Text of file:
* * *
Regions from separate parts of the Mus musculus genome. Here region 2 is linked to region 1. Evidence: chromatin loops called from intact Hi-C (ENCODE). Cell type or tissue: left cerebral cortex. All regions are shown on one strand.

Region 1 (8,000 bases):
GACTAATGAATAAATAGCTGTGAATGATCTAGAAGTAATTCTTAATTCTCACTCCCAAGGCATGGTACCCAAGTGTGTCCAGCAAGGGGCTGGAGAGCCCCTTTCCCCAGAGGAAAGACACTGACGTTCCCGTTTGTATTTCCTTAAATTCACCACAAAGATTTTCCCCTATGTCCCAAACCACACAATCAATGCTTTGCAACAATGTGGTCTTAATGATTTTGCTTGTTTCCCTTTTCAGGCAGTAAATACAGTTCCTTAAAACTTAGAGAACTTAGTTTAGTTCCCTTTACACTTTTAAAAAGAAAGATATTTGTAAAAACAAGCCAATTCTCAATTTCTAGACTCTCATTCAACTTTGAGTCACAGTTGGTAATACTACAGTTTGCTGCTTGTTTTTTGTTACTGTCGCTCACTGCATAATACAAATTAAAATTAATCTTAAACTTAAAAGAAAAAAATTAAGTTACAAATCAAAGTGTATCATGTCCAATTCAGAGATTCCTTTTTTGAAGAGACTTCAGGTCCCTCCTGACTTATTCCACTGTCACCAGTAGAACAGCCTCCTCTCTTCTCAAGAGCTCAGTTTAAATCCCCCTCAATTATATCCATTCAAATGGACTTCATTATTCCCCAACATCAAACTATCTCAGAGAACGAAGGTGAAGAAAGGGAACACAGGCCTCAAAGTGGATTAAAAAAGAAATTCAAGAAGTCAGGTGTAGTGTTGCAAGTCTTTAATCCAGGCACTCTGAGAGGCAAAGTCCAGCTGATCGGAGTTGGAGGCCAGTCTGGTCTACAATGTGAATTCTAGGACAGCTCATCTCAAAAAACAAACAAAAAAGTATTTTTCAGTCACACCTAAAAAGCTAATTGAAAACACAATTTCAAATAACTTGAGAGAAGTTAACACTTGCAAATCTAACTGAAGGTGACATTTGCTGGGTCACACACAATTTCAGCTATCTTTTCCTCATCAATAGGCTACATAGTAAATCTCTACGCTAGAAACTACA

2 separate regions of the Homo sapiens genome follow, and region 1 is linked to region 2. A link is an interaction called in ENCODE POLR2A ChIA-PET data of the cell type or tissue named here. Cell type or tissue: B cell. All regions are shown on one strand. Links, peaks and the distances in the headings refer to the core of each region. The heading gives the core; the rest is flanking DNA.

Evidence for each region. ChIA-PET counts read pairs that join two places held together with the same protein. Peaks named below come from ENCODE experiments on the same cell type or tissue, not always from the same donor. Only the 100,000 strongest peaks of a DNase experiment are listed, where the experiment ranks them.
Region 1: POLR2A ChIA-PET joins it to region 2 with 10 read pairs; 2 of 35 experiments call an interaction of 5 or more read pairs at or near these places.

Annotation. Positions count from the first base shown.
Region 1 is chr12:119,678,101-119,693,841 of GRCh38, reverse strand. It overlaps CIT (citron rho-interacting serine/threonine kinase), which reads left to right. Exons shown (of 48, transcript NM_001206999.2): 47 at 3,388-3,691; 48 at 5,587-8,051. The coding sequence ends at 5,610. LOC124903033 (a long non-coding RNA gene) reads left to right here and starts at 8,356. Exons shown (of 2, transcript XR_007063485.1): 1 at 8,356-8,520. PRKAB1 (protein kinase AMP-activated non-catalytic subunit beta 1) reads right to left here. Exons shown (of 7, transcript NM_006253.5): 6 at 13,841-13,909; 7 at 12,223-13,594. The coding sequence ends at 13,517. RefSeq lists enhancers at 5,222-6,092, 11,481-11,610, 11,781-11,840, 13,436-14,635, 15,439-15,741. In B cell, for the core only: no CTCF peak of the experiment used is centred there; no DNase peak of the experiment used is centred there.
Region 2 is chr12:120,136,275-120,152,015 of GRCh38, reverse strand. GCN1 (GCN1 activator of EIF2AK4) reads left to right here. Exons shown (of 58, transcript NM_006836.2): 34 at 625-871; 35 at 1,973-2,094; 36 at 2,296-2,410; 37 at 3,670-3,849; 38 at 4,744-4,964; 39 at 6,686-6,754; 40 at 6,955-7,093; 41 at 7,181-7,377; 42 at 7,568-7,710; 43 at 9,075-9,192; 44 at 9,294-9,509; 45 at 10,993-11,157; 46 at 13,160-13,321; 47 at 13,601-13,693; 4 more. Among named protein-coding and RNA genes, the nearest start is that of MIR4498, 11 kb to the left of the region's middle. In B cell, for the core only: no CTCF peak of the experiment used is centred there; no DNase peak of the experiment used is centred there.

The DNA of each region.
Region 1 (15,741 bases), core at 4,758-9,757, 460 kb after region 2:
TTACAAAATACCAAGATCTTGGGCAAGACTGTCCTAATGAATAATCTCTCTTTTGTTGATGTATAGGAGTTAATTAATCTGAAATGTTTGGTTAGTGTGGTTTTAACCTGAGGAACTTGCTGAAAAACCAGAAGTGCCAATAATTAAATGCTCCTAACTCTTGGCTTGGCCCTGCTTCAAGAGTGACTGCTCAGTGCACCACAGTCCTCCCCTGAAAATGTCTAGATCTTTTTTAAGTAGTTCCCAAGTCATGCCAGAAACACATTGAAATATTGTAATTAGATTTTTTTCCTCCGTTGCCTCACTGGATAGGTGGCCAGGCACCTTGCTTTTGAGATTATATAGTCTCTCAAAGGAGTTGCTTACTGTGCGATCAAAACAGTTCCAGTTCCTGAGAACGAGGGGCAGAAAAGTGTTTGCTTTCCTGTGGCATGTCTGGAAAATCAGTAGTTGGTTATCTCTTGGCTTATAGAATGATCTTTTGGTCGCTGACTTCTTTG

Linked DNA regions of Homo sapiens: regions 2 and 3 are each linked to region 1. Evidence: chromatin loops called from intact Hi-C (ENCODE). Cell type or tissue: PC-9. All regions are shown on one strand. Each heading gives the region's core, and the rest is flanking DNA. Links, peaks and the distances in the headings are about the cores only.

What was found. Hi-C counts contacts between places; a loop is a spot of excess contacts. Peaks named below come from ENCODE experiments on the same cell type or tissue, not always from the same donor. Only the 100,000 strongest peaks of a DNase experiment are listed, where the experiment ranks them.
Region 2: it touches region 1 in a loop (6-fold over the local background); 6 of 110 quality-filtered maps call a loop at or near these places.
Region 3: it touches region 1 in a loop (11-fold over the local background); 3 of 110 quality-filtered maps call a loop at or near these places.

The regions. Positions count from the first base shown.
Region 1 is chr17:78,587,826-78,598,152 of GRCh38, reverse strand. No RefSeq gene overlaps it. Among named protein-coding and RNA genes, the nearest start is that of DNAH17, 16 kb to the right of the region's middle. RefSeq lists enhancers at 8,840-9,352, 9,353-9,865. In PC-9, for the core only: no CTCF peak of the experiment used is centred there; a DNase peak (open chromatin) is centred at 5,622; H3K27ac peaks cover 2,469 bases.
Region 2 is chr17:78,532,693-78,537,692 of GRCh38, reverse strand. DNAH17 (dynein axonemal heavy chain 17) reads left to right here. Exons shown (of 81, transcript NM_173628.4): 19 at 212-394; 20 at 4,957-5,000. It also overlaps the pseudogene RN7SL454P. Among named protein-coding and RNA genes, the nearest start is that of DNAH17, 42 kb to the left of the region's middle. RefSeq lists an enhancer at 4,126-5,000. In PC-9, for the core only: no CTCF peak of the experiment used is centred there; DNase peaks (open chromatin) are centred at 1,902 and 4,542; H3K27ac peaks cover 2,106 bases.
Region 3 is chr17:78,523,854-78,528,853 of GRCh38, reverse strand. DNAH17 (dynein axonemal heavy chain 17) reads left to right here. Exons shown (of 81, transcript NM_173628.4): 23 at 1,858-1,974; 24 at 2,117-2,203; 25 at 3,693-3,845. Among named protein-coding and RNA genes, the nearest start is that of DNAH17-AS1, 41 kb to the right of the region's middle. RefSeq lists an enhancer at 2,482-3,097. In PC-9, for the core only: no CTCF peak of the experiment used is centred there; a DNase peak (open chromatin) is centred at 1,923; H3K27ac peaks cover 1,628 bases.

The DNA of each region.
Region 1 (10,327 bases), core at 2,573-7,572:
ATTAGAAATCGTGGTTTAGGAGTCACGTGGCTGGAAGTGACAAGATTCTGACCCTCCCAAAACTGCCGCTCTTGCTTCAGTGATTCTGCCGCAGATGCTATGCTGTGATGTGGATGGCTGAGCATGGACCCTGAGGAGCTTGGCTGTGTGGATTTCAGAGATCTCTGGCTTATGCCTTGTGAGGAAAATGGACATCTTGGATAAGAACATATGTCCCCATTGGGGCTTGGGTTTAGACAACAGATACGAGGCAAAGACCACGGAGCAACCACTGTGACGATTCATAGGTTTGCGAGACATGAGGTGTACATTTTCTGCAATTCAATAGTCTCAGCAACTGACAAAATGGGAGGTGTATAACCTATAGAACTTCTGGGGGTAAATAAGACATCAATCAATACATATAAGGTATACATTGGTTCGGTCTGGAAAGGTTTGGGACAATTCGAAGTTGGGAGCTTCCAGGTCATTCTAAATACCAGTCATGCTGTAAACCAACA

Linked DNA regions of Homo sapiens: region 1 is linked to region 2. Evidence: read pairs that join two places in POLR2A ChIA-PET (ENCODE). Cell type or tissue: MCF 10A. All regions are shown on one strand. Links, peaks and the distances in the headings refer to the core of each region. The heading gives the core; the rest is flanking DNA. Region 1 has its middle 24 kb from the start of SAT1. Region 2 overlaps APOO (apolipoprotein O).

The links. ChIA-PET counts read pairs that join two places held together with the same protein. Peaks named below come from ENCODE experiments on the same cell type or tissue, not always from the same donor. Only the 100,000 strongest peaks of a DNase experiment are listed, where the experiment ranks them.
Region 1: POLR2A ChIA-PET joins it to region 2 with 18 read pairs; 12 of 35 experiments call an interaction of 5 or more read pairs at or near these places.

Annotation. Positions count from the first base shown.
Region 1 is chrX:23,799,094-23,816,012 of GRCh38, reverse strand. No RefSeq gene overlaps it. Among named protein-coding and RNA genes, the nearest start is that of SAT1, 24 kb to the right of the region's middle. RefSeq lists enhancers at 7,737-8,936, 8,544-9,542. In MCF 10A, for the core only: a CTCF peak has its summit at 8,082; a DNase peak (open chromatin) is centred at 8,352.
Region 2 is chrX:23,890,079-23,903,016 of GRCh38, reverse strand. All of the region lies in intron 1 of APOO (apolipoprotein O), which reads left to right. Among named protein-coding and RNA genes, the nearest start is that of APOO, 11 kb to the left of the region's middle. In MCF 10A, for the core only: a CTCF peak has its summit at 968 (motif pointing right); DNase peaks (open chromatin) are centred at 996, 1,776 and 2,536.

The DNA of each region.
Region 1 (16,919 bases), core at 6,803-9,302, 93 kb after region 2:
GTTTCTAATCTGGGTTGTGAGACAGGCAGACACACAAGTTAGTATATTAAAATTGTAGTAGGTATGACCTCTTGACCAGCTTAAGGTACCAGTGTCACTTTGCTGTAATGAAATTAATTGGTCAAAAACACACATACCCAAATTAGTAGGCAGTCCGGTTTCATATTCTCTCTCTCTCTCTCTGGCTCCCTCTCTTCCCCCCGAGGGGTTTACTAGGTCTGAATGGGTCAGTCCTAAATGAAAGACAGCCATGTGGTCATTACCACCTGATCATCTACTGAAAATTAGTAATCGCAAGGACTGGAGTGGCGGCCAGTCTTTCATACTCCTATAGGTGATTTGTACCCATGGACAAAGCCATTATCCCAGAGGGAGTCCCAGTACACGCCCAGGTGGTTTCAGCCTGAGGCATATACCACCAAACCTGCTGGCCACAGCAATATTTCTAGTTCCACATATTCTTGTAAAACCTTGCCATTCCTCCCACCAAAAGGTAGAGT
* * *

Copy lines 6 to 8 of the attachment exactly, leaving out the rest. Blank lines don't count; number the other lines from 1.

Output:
Region 1: POLR2A ChIA-PET joins it to region 2 with 10 read pairs; 2 of 35 experiments call an interaction of 5 or more read pairs at or near these places.

Annotation. Positions count from the first base shown.
Region 1 is chr12:119,678,101-119,693,841 of GRCh38, reverse strand. It overlaps CIT (citron rho-interacting serine/threonine kinase), which reads left to right. Exons shown (of 48, transcript NM_001206999.2): 47 at 3,388-3,691; 48 at 5,587-8,051. The coding sequence ends at 5,610. LOC124903033 (a long non-coding RNA gene) reads left to right here and starts at 8,356. Exons shown (of 2, transcript XR_007063485.1): 1 at 8,356-8,520. PRKAB1 (protein kinase AMP-activated non-catalytic subunit beta 1) reads right to left here. Exons shown (of 7, transcript NM_006253.5): 6 at 13,841-13,909; 7 at 12,223-13,594. The coding sequence ends at 13,517. RefSeq lists enhancers at 5,222-6,092, 11,481-11,610, 11,781-11,840, 13,436-14,635, 15,439-15,741. In B cell, for the core only: no CTCF peak of the experiment used is centred there; no DNase peak of the experiment used is centred there.